Schizophrenia is a chronic and severe mental disorder affecting 20 million people worldwide.
Schizophrenia is characterized by distortions in thinking, perception, emotions, language, sense of self and behaviour. Common experiences include hallucinations (hearing voices or seeing things that are not there) and delusions (fixed, false beliefs).
Worldwide, schizophrenia is associated with considerable disability and may affect educational and occupational performance.
People with schizophrenia are 2-3 times more likely to die early than the general population. This is often due to preventable physical diseases, such as cardiovascular disease, metabolic disease, and infections.
Stigma, discrimination, and violation of human rights of people with schizophrenia is common.
Schizophrenia is treatable. Treatment with medicines and psychosocial support is effective.
Facilitation of assisted living, supported housing, and supported employment are effective management strategies for people with schizophrenia.
Schizophrenia is a psychosis, a type of mental illness characterized by distortions in thinking, perception, emotions, language, sense of self and behaviour.
Common experiences include:
· hallucination: hearing, seeing, or feeling things that are not there.
· delusion: fixed false beliefs or suspicions not shared by others in the person’s culture and that are firmly held even when there is evidence to the contrary.
· abnormal behaviour: disorganised behaviour such as wandering aimlessly, mumbling, or laughing to self, strange appearance, self-neglect or appearing unkempt.
· disorganised speech: incoherent or irrelevant speech; and/or
· disturbances of emotions: marked apathy or disconnect between reported emotion and what is observed such as facial expression or body language.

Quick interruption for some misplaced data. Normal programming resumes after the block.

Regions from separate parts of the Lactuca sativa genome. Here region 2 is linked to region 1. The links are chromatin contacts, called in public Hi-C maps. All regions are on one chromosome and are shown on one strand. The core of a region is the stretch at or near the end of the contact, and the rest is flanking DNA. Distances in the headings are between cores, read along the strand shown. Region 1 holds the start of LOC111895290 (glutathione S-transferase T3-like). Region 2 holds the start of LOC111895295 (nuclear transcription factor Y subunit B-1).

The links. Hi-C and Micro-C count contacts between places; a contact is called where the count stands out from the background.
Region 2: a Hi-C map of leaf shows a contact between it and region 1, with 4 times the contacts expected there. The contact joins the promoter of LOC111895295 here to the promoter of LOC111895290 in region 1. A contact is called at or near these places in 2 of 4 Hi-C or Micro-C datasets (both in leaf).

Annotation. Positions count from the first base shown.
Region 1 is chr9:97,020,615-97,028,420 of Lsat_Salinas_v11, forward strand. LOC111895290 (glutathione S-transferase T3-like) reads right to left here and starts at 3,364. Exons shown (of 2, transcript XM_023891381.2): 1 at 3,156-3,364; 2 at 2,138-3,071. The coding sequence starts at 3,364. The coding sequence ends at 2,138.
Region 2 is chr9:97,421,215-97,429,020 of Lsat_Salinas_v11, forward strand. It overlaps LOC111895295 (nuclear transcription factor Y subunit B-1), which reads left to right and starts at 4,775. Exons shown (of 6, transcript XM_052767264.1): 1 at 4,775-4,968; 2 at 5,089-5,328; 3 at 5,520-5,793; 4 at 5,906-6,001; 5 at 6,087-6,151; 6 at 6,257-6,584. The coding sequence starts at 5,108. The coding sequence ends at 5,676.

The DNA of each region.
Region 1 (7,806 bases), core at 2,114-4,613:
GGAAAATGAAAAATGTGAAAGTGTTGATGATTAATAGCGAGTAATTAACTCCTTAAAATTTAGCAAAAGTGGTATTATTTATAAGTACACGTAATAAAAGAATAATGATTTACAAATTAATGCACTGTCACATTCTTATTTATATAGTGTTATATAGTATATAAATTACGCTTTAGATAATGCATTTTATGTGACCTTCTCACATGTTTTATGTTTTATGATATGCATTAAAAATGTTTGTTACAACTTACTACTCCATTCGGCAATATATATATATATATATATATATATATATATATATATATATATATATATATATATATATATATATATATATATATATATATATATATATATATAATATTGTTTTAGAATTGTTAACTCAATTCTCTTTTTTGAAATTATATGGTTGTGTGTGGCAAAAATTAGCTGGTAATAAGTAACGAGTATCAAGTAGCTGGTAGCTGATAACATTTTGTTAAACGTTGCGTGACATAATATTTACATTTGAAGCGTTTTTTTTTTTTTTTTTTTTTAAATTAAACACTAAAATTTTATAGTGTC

Research has not identified one single factor as a cause. It is thought that an interaction between genes and a range of environmental factors may cause schizophrenia. Psychosocial factors may also contribute to schizophrenia.
It is estimated that more than 69% of people with schizophrenia are not receiving appropriate care. Ninety per cent of people with untreated schizophrenia live in low- and middle- income countries. Lack of access to mental health services is an important issue. Furthermore, people with schizophrenia are less likely to seek care than the general population.
Schizophrenia is treatable. Treatment with medicines and psychosocial support is effective. However, most people with chronic schizophrenia lack access to treatment.
There is clear evidence that old-style mental hospitals are not effective in providing the treatment that people with mental disorders need and violate basic human rights of persons with mental disorders. Efforts to transfer care from mental health institutions to the community need to be expanded and accelerated. The engagement of family members and the wider community in providing support is especially important.
Programmes in several low- and middle- income countries (e.g., Ethiopia, Guinea-Bissau, India, Iran, Pakistan, and United Republic of Tanzania) have demonstrated the feasibility of providing care to people with severe mental illness through the primary health-care system by:
· training primary healthcare personnel.
· providing access to essential drugs.
· supporting families in providing home care.
· educating the public to decrease stigma and discrimination.
· enhancing independent living skills through recovery-oriented psychosocial interventions (e.g., life skills training, social skills training) for people with schizophrenia and for their families and/or caregivers; and
· facilitating independent living, if possible, or assisted living, supported housing, and supported employment for people with schizophrenia. This can act as a base for people with schizophrenia to achieve recovery goals. People affected by schizophrenia often face difficulty in obtaining or retaining normal employment or housing opportunities.
People with schizophrenia are prone to human rights violations both inside mental health institutions and in communities. Stigma of the disorder is high. This contributes to discrimination, which can in turn limit access to general health care, education, housing, and employment.